In brief: May 2019


In Virginia, the Fourth Circuit Court of Appeals last week upheld a district court ruling that death row prisoners’ long-term detention in solitary confinement creates a “substantial risk” of psychological and emotional harm. The Fourth Circuit also agreed that the state was “deliberately indifferent” to the risk. This decision by the Fourth Circuit means the state cannot reinstitute solitary confinement and other conditions the district court found unconstitutional in 2018.

In Georgia, 52-year-old Scotty Morrow was executed last week. reports that Morrow was executed by lethal injection for the December 1994 murder of his ex-girlfriend, Barbara Ann Young, and her friend, Tonya Woods. Morrow’s death sentence had been overturned by a state court judge in 2011 on ineffective assistance of counsel, and a new trial was ordered, but the state Supreme Court reversed that decision and reinstated his death sentence. This was Georgia’s first execution this year.

In California, death row prisoner Miguel Magallon was found dead in his cell at San Quentin State Prison late last month. Prison officials say the cause of death is unknown. The 35-year-old Magallon was sentenced to death in 2009 for the murder of Los Angeles police office Capt. Michael Sparkes. And Brett Pensinger, a death row prisoner since 1982, died last week. Corrections officials say the 56-year-old Pensinger, who was convicted of killing five-month-old Michelle Melander in San Bernardino County, died of natural causes. Since 1978, 80 condemned prisoners have died from natural causes, 26 died by suicide, 13 were executed, 11 have died from other causes, and five deaths (including Magallon’s) are under investigation. There are 734 men and women on death row in California.

In New Hampshire, Gov. Chris Sununu vetoed a bill abolishing the death penalty that was passed by the House and Senate last month. However, the bill passed with a veto-proof majority, and the legislature is expected to override the veto before the current session adjourns in the next few months. New Hampshire will be the 21st state to abolish capital punishment.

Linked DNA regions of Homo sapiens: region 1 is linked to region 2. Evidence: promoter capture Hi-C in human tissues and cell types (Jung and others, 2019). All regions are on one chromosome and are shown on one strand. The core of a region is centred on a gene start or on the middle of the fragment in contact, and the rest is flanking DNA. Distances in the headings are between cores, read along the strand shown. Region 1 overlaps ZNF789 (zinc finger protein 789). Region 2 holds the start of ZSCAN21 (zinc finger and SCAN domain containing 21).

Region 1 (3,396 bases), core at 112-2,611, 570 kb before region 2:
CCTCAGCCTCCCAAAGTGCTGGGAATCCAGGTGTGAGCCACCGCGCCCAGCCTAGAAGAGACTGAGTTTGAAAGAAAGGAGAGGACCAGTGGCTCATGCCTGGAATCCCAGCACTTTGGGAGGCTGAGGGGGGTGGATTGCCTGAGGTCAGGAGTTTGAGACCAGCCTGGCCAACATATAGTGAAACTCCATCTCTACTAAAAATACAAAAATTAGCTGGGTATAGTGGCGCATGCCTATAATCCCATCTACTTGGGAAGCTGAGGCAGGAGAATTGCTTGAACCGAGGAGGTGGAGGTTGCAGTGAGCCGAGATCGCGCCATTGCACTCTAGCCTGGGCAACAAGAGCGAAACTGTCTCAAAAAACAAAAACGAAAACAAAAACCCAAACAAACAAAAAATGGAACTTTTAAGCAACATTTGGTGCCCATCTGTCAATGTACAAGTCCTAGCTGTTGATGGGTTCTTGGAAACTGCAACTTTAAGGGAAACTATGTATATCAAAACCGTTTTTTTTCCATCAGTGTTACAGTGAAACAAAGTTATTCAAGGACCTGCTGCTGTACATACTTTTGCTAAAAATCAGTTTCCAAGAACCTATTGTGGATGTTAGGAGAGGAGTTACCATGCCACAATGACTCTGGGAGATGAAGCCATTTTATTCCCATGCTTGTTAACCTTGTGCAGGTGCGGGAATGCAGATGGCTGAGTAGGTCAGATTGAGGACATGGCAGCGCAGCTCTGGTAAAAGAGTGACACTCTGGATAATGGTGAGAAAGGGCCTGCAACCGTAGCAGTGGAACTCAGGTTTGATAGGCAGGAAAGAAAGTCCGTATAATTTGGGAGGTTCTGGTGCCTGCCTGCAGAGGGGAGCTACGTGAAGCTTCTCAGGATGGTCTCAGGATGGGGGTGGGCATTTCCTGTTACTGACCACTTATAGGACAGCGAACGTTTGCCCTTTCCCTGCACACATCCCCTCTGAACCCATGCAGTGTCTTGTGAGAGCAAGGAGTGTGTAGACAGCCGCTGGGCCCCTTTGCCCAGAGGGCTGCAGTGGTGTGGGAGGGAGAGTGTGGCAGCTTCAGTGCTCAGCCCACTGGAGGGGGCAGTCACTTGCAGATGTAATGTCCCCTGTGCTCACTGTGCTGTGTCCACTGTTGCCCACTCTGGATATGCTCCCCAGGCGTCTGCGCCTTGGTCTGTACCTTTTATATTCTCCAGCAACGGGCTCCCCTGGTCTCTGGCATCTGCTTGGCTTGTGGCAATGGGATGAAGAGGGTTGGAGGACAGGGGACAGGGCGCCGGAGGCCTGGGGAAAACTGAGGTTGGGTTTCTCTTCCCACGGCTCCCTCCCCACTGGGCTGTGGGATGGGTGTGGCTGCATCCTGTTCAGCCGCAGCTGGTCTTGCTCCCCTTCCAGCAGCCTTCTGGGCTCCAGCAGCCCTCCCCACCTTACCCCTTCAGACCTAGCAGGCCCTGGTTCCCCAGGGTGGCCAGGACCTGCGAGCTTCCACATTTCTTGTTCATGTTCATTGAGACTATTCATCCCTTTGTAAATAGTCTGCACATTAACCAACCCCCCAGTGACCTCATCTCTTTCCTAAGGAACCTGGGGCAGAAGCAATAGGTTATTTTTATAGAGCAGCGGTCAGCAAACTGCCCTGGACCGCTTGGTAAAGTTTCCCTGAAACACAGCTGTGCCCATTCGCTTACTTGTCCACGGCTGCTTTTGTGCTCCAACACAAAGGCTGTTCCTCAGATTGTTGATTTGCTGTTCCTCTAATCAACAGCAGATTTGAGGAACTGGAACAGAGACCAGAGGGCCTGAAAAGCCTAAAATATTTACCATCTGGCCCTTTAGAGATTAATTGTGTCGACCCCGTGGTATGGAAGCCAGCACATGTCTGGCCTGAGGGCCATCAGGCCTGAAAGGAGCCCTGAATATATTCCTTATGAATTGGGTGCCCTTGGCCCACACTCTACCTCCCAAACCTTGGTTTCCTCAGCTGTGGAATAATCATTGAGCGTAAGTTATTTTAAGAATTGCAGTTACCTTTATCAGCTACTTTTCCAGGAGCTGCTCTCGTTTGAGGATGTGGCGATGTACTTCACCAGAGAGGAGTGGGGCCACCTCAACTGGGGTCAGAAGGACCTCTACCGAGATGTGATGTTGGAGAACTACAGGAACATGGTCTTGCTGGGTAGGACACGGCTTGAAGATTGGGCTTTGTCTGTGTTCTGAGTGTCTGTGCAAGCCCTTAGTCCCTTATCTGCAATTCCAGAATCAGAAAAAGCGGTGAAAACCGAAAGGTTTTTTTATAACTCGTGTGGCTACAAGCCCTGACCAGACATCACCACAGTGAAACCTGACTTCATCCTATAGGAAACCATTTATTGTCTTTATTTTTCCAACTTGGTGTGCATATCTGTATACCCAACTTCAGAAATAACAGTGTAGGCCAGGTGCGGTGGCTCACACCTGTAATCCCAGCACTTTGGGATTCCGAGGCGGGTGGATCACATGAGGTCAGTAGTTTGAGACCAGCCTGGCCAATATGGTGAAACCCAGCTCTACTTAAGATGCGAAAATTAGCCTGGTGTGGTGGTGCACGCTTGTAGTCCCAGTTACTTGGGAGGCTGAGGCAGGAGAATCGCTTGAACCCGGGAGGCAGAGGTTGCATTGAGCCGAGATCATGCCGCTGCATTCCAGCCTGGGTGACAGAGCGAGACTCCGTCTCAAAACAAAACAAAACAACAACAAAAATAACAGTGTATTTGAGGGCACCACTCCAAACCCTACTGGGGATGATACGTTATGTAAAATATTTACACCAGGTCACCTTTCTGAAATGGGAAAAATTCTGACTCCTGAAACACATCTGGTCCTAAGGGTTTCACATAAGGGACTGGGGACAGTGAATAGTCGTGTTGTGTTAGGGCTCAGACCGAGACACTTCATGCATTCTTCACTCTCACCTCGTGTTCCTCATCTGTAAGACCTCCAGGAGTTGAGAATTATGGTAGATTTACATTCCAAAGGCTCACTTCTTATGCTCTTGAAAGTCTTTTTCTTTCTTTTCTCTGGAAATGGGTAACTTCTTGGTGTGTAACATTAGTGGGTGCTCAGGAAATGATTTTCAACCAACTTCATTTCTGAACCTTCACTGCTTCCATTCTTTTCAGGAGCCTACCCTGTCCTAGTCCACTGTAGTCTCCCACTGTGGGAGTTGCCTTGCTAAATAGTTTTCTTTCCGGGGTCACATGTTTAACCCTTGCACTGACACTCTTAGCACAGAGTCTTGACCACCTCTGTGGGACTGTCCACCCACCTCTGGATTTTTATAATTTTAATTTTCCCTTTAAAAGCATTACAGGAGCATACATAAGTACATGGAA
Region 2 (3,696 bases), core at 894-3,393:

In Louisiana, a new report finds that the state’s death penalty has cost taxpayers a minimum of $15.6 million a year over the past ten years. The Advocate reports that the study’s authors, retired New Orleans district Judge Calvin Johnson and Loyola Law Prof. William Quigley, also estimated that a defendant sentenced to death this year would probably exhaust all appeals in 2037 at the earliest, and in that length of time, Louisiana taxpayers will have spent another $281 million. There are 65 men and one woman on death row. The state’s last excution was in 2010.

In Texas, the final statements of prisoners who have been executed will no longer be made public. The Los Angeles Times reports that a state senator was so disturbed by the final statement from John William King, who was executed late last month, that he demanded corrections officials stop releasing such statements. King, an avowed racist, was one of three men convicted of killing James Byrd, Jr., a black man, by dragging him from the back of a truck in 1998. King is the third prisoner to be executed in Texas this year, and the fourth in the U.S.

In Pennsylvania, two state legislators, a Democrat and a Republican, are asking representatives from both sides of the aisle to join them in sponsoring a bill that would abolish the death penalty. Rep. Christopher Rabb, a Democrat, and Rep. Francis Ryan, a Republican, offer several reasons to abolish, including the exorbitant cost and the lack of deterrence, but focus on the risk of executing an innocent person. “One innocent life taken at the hands of the state is one too many,” the memorandum states three separate times.

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